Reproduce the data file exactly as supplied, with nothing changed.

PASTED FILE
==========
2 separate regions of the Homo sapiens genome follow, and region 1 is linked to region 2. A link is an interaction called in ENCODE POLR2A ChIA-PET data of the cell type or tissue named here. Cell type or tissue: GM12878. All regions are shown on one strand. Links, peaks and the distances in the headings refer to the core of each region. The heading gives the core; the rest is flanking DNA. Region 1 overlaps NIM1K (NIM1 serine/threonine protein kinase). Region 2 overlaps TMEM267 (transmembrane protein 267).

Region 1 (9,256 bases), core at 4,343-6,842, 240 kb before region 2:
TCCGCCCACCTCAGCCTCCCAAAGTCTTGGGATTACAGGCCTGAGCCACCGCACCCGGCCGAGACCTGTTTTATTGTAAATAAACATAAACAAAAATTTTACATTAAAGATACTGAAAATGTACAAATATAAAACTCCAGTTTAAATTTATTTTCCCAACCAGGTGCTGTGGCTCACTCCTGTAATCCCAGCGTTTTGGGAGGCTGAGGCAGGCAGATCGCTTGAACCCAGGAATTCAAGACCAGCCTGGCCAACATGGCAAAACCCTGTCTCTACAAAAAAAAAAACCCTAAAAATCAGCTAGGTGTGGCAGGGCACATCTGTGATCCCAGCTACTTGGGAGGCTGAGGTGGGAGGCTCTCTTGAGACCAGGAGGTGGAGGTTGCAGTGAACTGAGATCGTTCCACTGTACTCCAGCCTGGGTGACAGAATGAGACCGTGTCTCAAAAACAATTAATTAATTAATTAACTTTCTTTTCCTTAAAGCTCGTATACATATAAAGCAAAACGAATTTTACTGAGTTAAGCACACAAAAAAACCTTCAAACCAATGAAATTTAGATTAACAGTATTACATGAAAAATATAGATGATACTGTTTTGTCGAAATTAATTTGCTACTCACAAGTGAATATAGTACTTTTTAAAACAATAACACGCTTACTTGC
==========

2 separate regions of the Homo sapiens genome follow, and region 1 is linked to region 2. A link is an interaction called in ENCODE POLR2A ChIA-PET data of the cell type or tissue named here. Cell type or tissue: GM12878. All regions are shown on one strand. Links, peaks and the distances in the headings refer to the core of each region. The heading gives the core; the rest is flanking DNA. Region 1 overlaps NIM1K (NIM1 serine/threonine protein kinase). Region 2 overlaps TMEM267 (transmembrane protein 267).

Region 1 (9,256 bases), core at 4,343-6,842, 240 kb before region 2:
TCCGCCCACCTCAGCCTCCCAAAGTCTTGGGATTACAGGCCTGAGCCACCGCACCCGGCCGAGACCTGTTTTATTGTAAATAAACATAAACAAAAATTTTACATTAAAGATACTGAAAATGTACAAATATAAAACTCCAGTTTAAATTTATTTTCCCAACCAGGTGCTGTGGCTCACTCCTGTAATCCCAGCGTTTTGGGAGGCTGAGGCAGGCAGATCGCTTGAACCCAGGAATTCAAGACCAGCCTGGCCAACATGGCAAAACCCTGTCTCTACAAAAAAAAAAACCCTAAAAATCAGCTAGGTGTGGCAGGGCACATCTGTGATCCCAGCTACTTGGGAGGCTGAGGTGGGAGGCTCTCTTGAGACCAGGAGGTGGAGGTTGCAGTGAACTGAGATCGTTCCACTGTACTCCAGCCTGGGTGACAGAATGAGACCGTGTCTCAAAAACAATTAATTAATTAATTAACTTTCTTTTCCTTAAAGCTCGTATACATATAAAGCAAAACGAATTTTACTGAGTTAAGCACACAAAAAAACCTTCAAACCAATGAAATTTAGATTAACAGTATTACATGAAAAATATAGATGATACTGTTTTGTCGAAATTAATTTGCTACTCACAAGTGAATATAGTACTTTTTAAAACAATAACACGCTTACTTGC